The billionaire entrepreneur stunned investors earlier this month when he tweeted that he had secured funding to remove the electric-car maker from the stock market.
The shock announcement sent Tesla's ( stock on a wild ride, reportedly )drawing scrutiny from regulators and lawsuits from investors. Musk, the company's CEO, also faced increasing skepticism that he could pull off the move.
"I met with Tesla's board of directors yesterday and let them know that I believe the better path is for Tesla to remain public," Musk said in a statement posted on Tesla's website Friday. "The board indicated that they agree."
Musk said his change of heart came after talking to Tesla investors and realizing that taking the company private would be harder than he originally thought.
"Although the majority of shareholders I spoke to said they would remain with Tesla if we went private, the sentiment, in a nutshell, was 'please don't do this,'" he said.
"I knew the process of going private would be challenging, but it's clear that it would be even more time-consuming and distracting than initially anticipated," Musk wrote. "This is a problem because we absolutely must stay focused on ramping Model 3 and becoming profitable."
Over the past year, Tesla repeatedly failed to meet production goals for the Model 3, its least expensive electric car. The ability to mass produce the car has been seen as a crucial test for the company and its CEO.
Musk opened up earlier this month about the stress he was under in an emotional interview with The New York Times, describing an "excruciating" year in which he worked up to 120 hours a week. He admitted he was having trouble sleeping as he fought to keep Tesla's business on track and tried to fend off attacks from investors who were betting the company's stock would drop.
Tesla's stock jumped 11% on August 7, the day Musk first tweeted about his plan to take the company private. But it has tumbled 15% since then as doubts have mounted about the idea.
Musk's announcement that he has abandoned the plan to go private is unlikely to be the end of the saga.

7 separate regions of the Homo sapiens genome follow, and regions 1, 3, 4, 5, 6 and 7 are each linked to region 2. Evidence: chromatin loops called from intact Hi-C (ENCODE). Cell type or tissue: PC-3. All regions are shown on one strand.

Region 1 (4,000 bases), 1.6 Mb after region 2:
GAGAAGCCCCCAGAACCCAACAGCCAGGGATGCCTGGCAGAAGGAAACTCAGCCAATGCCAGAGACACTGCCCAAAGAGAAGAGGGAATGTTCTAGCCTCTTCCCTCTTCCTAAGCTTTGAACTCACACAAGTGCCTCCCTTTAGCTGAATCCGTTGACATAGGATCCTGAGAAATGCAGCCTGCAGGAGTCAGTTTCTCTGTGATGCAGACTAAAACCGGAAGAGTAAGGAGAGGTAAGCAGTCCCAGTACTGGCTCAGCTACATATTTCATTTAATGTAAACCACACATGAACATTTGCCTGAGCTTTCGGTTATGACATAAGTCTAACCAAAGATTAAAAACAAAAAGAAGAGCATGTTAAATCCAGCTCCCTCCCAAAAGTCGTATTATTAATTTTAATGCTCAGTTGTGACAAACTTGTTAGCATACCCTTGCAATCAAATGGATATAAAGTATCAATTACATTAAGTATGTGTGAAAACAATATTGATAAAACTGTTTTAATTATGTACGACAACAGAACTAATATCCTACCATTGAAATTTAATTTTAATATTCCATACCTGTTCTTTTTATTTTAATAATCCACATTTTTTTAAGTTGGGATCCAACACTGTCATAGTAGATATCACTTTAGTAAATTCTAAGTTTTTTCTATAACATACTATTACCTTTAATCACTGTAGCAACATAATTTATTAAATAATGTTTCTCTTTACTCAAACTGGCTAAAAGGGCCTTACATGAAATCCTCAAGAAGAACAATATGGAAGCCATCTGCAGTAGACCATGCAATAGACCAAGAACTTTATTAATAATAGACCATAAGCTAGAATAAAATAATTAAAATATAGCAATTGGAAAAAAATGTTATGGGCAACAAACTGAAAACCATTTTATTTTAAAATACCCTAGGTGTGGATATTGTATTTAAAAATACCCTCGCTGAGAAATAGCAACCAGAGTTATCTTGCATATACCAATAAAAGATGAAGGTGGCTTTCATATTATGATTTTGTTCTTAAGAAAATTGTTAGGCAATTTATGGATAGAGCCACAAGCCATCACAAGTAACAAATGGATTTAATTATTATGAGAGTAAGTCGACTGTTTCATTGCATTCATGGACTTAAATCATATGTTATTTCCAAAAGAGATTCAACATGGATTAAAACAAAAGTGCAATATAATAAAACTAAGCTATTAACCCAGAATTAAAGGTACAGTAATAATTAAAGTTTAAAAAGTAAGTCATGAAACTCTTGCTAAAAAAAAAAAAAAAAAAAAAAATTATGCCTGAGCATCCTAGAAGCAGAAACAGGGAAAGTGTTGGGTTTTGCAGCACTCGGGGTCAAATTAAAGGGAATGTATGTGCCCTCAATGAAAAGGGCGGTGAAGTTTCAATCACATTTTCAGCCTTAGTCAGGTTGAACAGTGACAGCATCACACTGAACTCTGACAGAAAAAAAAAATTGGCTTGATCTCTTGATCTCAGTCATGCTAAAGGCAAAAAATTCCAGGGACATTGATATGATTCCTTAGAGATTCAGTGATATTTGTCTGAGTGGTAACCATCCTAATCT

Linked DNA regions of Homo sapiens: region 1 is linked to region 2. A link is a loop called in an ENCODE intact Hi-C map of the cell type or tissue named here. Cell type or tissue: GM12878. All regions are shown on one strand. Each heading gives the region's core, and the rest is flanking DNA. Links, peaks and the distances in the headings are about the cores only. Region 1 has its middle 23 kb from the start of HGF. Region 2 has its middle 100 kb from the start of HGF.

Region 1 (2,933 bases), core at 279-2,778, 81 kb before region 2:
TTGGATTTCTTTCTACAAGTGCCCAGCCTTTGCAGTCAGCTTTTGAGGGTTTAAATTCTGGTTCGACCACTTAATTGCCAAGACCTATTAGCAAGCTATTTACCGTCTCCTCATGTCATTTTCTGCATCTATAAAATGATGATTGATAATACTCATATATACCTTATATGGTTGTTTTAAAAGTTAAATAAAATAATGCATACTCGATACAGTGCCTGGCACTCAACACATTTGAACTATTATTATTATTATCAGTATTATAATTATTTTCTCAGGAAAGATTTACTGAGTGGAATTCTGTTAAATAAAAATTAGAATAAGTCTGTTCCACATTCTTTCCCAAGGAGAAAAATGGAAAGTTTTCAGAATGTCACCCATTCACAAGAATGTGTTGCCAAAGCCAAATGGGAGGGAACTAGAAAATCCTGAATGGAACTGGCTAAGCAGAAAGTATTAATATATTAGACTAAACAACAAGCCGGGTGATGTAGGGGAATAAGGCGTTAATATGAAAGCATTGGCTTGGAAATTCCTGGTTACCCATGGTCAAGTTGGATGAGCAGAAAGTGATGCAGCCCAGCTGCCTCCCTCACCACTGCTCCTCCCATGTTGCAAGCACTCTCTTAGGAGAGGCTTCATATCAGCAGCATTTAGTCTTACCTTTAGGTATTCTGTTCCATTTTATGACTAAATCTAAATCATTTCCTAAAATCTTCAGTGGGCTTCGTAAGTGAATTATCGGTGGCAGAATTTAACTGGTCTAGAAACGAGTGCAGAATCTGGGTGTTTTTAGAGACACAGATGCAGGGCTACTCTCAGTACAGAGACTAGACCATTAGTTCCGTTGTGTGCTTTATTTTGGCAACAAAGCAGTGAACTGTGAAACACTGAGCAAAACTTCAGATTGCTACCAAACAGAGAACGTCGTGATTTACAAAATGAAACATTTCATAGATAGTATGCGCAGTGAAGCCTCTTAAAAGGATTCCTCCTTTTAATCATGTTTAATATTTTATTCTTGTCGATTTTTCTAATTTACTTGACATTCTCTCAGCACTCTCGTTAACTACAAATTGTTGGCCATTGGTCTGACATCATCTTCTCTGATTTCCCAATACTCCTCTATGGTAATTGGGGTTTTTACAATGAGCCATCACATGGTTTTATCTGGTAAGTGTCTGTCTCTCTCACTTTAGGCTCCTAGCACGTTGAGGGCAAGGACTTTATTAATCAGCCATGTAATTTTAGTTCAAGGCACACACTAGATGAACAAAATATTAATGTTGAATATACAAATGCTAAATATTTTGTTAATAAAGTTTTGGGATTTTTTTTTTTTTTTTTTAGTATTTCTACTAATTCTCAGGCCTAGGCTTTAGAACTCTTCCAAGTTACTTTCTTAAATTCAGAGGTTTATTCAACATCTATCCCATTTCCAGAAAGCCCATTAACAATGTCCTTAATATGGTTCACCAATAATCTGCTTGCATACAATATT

The Securities and Exchange Commission is reportedly looking at Musk's August 7 tweet in which he said he had "funding secured" to take Tesla private.
Musk later explained that he was talking about a meeting he had had with officials of Saudi Arabia's sovereign wealth fund. He said he left the meeting with "no question" that a deal could be closed.
But he gave no indication — and still hasn't — that he had "secured" funding. US regulators are likely to seek to establish whether investors were misled.
Musk said in the New York Times interview that nobody else at Tesla reviewed his "funding secured" tweet before he posted it while en route from his house to the airport.
Tesla and the SEC have previously declined to comment on the reported inquiry into the tweet.
In his statement Friday, Musk said that during his recent conversations with investors, his "belief that there is more than enough funding to take Tesla private was reinforced."
The furor over the August 7 tweet followed several other controversial posts by Musk on Twitter (, including one in which he )insulted a man who helped rescue a group of Thai boys trapped in a cave.
In his statement Friday, he thanked "all of our investors, customers and employees for the support you've given our company."
"I'm incredibly excited to continue leading Tesla as a public company," he said. "It is a privilege."